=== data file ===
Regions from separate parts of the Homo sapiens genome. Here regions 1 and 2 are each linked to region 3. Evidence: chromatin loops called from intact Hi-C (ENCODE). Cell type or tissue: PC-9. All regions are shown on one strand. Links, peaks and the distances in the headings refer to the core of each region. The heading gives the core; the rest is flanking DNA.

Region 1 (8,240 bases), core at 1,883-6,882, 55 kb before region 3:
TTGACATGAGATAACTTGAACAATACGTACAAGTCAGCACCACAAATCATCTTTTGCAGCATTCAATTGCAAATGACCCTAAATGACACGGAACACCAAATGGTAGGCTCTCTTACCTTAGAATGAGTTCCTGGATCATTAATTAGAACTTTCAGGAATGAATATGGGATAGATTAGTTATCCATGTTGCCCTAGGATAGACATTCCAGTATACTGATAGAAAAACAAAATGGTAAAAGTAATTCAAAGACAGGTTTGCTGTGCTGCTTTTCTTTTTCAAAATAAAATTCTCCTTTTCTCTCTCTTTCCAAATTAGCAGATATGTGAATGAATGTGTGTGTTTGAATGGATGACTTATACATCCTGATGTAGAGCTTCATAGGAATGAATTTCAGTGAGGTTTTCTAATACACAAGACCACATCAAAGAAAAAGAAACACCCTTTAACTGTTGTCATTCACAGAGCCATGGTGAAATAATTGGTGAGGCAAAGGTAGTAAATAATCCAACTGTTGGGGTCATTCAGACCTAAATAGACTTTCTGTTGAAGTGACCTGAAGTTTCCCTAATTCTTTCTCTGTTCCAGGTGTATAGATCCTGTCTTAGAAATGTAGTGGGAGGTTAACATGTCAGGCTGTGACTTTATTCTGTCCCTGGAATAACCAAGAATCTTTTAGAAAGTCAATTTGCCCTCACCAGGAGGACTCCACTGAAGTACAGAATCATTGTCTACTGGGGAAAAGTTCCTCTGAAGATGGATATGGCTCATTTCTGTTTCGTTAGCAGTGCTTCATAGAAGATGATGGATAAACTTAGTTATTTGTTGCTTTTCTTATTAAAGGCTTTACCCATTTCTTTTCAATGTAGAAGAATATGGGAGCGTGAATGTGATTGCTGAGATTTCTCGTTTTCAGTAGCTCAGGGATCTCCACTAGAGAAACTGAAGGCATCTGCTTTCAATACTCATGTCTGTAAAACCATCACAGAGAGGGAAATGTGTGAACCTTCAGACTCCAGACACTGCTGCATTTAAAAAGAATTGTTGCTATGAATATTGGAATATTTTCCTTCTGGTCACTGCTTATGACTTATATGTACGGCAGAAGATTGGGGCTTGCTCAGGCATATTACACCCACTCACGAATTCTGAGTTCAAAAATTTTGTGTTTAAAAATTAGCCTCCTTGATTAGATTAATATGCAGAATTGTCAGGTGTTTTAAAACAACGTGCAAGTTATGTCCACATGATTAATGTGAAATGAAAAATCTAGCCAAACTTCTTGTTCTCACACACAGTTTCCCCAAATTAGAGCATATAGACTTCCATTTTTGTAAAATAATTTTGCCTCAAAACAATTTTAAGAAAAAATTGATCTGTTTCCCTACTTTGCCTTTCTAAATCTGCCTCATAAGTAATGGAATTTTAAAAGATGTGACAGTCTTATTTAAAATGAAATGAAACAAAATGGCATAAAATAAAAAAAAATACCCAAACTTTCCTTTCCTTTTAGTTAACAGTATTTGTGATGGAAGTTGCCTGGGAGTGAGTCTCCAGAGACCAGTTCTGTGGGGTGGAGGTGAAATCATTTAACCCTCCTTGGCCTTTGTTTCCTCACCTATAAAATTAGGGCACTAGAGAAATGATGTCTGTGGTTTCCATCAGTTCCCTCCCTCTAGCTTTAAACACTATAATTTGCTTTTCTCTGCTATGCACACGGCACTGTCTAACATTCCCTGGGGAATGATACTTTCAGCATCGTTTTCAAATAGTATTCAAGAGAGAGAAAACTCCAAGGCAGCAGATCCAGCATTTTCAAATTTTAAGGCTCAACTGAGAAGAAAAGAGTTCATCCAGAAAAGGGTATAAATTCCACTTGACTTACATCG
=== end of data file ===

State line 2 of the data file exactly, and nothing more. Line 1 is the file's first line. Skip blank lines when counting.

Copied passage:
Region 1 (8,240 bases), core at 1,883-6,882, 55 kb before region 3: